By Sophia Kamps
Montreal is a city that seems to argue that, with every painted wall, outdoor film screening, and public installation the city itself is a gallery. Walking through the plateau, each block is a work of art, colorful and dynamic. I’ve stumbled upon late night documentary screenings in Parc Outremont on warm summer nights. Even in the depths of winter, I’ve been shocked, while on the obligatory tour of the Old Port with visiting family, by unexpected projected video on the sides of old stone walls as part of Cité Mémoire, celebrating the city’s 375th anniversary.
Galerie Blanc takes a city whose streets are a gallery and reversing it, puts a literal gallery in the streets. The gallery fills a lot on Saint Catherine street in Montreal’s Gay Village. I first came upon it by accident last winter. It was late at night, snowy. Some friends and I exited a bar and proceeded to wander the street looking for a late-night dessert place. Instead, we came upon Galerie Blanc, its white walls blending with the falling snow and the photographs on display lit from the back so they glowed through the dark. Large, glowing photographs and digital paintings line the white walls of Galerie Blanc that intersect and contain the space, evoke the feeling of stepping into a real gallery, just one with gravel floor and a ceiling open to the stars. Sporadic stones and works of sculpture are spread throughout the gallery, effectively combining the exterior natural world and the interior, artistic world once again.
I returned to Galerie Blanc on a rainy day this fall. The exhibit had changed with the seasons and it was startling to see the gallery in the light of day. The theme of the current exhibit is juxtaposition, a self-described “remix of the past, the present, here and elsewhere”, and a theme as thoroughly embodied by each of the artists on display as it is by the gallery itself.
James Kerr, a digital artist who “intervenes” upon historical paintings, usually in the form of Monty-Python type gifs, has on display several works from the Montreal Museum of Fine Arts. What exactly his “intervention” is remains ambiguous, but a 16th century Italian painting dripping with rain was juxtaposition enough to satisfy. Sonny Assu, a British Columbia-based artist of indigenous heritage combines colonial-Canadian imagery with bright, graffiti-esque shapes to confront Canadian colonial narratives.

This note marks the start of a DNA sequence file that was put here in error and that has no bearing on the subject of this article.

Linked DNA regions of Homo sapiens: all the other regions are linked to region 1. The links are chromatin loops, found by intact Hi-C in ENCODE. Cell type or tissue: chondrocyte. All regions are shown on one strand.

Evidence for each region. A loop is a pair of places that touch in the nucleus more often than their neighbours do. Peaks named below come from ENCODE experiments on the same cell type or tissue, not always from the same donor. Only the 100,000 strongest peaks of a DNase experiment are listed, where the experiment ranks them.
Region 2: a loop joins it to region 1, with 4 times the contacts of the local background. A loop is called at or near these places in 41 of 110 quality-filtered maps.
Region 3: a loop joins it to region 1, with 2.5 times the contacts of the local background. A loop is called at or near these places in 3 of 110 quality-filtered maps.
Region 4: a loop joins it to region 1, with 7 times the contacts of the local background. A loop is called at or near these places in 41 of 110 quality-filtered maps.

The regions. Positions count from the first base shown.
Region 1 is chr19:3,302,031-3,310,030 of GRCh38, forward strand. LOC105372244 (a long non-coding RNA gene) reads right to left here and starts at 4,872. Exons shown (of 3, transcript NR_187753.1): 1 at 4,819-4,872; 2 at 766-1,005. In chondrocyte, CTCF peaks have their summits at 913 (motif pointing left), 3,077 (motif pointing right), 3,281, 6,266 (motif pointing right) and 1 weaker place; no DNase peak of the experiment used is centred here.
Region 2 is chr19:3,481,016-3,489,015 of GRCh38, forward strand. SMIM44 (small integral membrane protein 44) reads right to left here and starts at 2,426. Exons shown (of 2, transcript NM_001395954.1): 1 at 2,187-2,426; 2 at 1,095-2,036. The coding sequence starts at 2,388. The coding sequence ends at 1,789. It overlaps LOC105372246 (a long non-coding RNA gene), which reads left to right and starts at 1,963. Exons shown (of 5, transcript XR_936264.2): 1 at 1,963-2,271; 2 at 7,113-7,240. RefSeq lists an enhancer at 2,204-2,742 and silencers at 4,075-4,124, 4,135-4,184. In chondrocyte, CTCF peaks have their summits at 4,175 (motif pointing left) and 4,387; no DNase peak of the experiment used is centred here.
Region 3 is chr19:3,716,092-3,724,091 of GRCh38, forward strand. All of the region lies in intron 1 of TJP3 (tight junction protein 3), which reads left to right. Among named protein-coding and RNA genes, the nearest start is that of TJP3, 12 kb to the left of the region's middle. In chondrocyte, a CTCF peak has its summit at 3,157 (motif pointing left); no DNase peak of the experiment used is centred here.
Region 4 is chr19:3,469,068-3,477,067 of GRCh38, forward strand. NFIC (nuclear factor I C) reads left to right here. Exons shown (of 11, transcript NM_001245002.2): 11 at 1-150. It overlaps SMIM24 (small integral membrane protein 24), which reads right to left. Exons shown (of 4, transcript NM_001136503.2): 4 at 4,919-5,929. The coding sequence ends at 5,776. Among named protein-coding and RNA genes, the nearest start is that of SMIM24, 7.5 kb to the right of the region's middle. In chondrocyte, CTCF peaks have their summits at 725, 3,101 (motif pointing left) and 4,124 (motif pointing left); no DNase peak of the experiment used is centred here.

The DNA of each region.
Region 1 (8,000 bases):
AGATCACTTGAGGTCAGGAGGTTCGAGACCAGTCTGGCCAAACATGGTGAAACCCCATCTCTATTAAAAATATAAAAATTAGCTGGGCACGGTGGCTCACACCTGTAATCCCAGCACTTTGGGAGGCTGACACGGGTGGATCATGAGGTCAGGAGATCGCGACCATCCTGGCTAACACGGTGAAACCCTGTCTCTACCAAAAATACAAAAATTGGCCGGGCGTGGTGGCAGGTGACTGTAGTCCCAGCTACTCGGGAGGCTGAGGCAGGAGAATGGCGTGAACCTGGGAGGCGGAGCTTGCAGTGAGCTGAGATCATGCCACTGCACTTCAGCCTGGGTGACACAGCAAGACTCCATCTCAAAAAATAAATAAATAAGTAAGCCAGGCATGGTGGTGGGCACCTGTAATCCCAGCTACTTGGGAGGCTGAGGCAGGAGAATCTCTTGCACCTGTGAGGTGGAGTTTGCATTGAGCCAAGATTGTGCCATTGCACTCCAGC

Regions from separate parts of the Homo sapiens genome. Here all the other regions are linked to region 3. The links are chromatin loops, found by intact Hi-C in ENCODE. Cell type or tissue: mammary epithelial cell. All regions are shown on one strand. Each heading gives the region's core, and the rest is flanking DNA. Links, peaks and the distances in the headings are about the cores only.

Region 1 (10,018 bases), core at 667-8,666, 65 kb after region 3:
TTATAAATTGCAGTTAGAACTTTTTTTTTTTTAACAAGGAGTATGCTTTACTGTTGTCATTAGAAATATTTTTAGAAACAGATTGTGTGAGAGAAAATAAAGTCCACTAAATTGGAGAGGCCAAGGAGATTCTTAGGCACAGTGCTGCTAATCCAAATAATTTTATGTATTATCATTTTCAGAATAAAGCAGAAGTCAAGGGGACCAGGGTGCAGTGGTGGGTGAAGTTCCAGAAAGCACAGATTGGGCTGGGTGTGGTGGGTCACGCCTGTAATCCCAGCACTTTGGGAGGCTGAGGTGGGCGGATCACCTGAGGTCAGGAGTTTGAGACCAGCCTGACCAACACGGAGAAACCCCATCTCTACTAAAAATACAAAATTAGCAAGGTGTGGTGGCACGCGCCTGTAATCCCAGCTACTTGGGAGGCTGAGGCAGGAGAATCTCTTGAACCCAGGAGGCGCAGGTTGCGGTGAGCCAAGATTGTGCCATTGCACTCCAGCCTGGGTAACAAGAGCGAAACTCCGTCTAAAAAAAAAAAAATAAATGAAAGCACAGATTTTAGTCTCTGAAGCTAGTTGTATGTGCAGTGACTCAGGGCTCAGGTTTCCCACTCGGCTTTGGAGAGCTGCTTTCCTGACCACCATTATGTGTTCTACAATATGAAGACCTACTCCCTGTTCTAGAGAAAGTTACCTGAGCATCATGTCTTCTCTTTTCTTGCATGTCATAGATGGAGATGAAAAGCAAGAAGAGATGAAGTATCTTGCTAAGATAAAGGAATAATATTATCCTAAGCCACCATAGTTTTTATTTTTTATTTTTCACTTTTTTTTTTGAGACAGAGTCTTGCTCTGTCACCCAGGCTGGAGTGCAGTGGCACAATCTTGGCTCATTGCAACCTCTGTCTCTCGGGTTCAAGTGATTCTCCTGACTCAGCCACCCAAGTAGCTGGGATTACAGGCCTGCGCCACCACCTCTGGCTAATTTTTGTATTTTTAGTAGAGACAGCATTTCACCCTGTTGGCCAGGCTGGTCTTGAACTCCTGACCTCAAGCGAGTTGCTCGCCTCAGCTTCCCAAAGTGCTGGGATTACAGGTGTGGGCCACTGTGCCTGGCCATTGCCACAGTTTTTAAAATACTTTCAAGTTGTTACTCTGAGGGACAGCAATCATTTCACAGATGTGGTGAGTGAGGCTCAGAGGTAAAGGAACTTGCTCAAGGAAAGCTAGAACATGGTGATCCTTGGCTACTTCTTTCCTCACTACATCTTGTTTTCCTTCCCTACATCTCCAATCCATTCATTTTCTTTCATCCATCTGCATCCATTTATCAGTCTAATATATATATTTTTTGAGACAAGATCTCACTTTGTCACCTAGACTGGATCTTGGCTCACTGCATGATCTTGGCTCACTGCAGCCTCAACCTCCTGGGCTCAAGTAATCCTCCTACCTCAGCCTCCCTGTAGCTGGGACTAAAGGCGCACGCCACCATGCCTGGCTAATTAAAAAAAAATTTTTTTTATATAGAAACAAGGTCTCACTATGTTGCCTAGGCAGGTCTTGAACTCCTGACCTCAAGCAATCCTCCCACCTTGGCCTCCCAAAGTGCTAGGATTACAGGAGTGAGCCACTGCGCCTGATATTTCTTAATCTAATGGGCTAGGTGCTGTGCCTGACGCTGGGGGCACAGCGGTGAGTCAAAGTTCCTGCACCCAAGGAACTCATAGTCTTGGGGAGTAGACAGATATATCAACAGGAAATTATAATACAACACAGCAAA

My personal favorite is Dominique Pétrin, a Montreal-based artist whose background in silk-screen is evident in her graphic, tapestry-like art pieces. The walls upon which her works are displayed have been transformed from clean white to a collage of graphic patterns. The colorful and geometric patterns of her work seem almost like an Islamic mosaic, until upon closer observation an iPhone or a potted plant can be discerned.
The exhibit includes a sculpture by Victor Ochoa, a Spanish artist. Agamemnon, a sculpture created for the Opéra de Montréal’s staging of Electra. In the sculpture, the classical blends with the modern as Agamemnon emerges, a man in anguish, from stone and simultaneous returns to nature in raw rock. The work compliments the stones that surround it and it’s setting, out in the elements.
What is it that makes Galerie Blanc so magical? Is it that it sits, free, open to the elements, and never closing, always ready for discovery? Is it that, like so many things in Montreal, it’s an experience you’d have to wait in lines and wade through crowds for in a city like New York or San Francisco, but instead it is secret and empty just for you? Here’s my theory. By placing the walls of a gallery in the urban landscape of Montreal, Galerie Blanc ignites a reappraisal of the city . The buildings and trees that rise above the gallery and fill the sky around you become art as you walk through what feels like a museum. The rain and snow that can make Montreal so frustrating to live in become transformative agents to the art on display in the gallery. Galerie Blanc reminds you that the city around you is art.